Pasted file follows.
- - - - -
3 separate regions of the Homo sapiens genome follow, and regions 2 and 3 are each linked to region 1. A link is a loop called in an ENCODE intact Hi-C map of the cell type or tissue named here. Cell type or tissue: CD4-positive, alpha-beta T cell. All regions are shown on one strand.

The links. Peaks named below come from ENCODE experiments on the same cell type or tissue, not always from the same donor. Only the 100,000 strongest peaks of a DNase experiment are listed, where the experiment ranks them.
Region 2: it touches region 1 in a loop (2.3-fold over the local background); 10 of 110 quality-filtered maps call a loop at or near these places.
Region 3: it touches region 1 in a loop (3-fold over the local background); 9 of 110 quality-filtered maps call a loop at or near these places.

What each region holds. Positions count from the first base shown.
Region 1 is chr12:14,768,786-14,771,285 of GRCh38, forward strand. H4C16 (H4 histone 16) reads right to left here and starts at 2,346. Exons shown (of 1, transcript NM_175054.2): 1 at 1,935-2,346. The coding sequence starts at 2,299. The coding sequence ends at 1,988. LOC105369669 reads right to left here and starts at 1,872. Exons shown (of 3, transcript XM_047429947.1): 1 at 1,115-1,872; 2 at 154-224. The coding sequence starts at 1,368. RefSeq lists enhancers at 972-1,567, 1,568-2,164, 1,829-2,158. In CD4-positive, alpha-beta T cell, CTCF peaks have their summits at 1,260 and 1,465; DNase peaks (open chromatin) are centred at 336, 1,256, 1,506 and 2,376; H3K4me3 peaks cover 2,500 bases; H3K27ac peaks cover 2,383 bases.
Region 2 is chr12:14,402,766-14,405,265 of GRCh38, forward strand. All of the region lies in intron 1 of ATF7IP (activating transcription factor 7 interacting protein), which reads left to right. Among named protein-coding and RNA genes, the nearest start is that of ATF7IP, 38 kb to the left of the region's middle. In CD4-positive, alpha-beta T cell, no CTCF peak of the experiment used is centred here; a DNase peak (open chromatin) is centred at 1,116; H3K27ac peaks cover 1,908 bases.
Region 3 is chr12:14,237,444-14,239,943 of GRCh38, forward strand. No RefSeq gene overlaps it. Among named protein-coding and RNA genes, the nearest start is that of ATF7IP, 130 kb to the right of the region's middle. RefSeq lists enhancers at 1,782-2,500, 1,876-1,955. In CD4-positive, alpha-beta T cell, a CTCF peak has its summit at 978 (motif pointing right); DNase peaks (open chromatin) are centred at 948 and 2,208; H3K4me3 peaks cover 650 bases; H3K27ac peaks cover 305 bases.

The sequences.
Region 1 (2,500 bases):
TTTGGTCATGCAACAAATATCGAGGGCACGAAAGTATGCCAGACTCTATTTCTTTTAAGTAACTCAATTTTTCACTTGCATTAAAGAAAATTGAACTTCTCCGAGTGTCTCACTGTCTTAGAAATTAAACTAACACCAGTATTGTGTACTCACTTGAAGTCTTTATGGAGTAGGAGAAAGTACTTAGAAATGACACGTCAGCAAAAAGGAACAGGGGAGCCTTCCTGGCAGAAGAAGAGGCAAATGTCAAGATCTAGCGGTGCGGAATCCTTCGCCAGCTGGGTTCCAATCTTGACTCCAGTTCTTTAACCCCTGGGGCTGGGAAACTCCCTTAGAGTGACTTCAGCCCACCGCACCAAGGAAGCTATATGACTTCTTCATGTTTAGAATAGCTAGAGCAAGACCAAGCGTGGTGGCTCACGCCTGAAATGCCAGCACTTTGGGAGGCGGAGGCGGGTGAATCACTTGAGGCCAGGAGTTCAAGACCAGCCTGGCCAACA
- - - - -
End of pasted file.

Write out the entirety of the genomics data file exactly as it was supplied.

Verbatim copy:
3 separate regions of the Homo sapiens genome follow, and regions 2 and 3 are each linked to region 1. A link is a loop called in an ENCODE intact Hi-C map of the cell type or tissue named here. Cell type or tissue: CD4-positive, alpha-beta T cell. All regions are shown on one strand.

The links. Peaks named below come from ENCODE experiments on the same cell type or tissue, not always from the same donor. Only the 100,000 strongest peaks of a DNase experiment are listed, where the experiment ranks them.
Region 2: it touches region 1 in a loop (2.3-fold over the local background); 10 of 110 quality-filtered maps call a loop at or near these places.
Region 3: it touches region 1 in a loop (3-fold over the local background); 9 of 110 quality-filtered maps call a loop at or near these places.

What each region holds. Positions count from the first base shown.
Region 1 is chr12:14,768,786-14,771,285 of GRCh38, forward strand. H4C16 (H4 histone 16) reads right to left here and starts at 2,346. Exons shown (of 1, transcript NM_175054.2): 1 at 1,935-2,346. The coding sequence starts at 2,299. The coding sequence ends at 1,988. LOC105369669 reads right to left here and starts at 1,872. Exons shown (of 3, transcript XM_047429947.1): 1 at 1,115-1,872; 2 at 154-224. The coding sequence starts at 1,368. RefSeq lists enhancers at 972-1,567, 1,568-2,164, 1,829-2,158. In CD4-positive, alpha-beta T cell, CTCF peaks have their summits at 1,260 and 1,465; DNase peaks (open chromatin) are centred at 336, 1,256, 1,506 and 2,376; H3K4me3 peaks cover 2,500 bases; H3K27ac peaks cover 2,383 bases.
Region 2 is chr12:14,402,766-14,405,265 of GRCh38, forward strand. All of the region lies in intron 1 of ATF7IP (activating transcription factor 7 interacting protein), which reads left to right. Among named protein-coding and RNA genes, the nearest start is that of ATF7IP, 38 kb to the left of the region's middle. In CD4-positive, alpha-beta T cell, no CTCF peak of the experiment used is centred here; a DNase peak (open chromatin) is centred at 1,116; H3K27ac peaks cover 1,908 bases.
Region 3 is chr12:14,237,444-14,239,943 of GRCh38, forward strand. No RefSeq gene overlaps it. Among named protein-coding and RNA genes, the nearest start is that of ATF7IP, 130 kb to the right of the region's middle. RefSeq lists enhancers at 1,782-2,500, 1,876-1,955. In CD4-positive, alpha-beta T cell, a CTCF peak has its summit at 978 (motif pointing right); DNase peaks (open chromatin) are centred at 948 and 2,208; H3K4me3 peaks cover 650 bases; H3K27ac peaks cover 305 bases.

The sequences.
Region 1 (2,500 bases):
TTTGGTCATGCAACAAATATCGAGGGCACGAAAGTATGCCAGACTCTATTTCTTTTAAGTAACTCAATTTTTCACTTGCATTAAAGAAAATTGAACTTCTCCGAGTGTCTCACTGTCTTAGAAATTAAACTAACACCAGTATTGTGTACTCACTTGAAGTCTTTATGGAGTAGGAGAAAGTACTTAGAAATGACACGTCAGCAAAAAGGAACAGGGGAGCCTTCCTGGCAGAAGAAGAGGCAAATGTCAAGATCTAGCGGTGCGGAATCCTTCGCCAGCTGGGTTCCAATCTTGACTCCAGTTCTTTAACCCCTGGGGCTGGGAAACTCCCTTAGAGTGACTTCAGCCCACCGCACCAAGGAAGCTATATGACTTCTTCATGTTTAGAATAGCTAGAGCAAGACCAAGCGTGGTGGCTCACGCCTGAAATGCCAGCACTTTGGGAGGCGGAGGCGGGTGAATCACTTGAGGCCAGGAGTTCAAGACCAGCCTGGCCAACA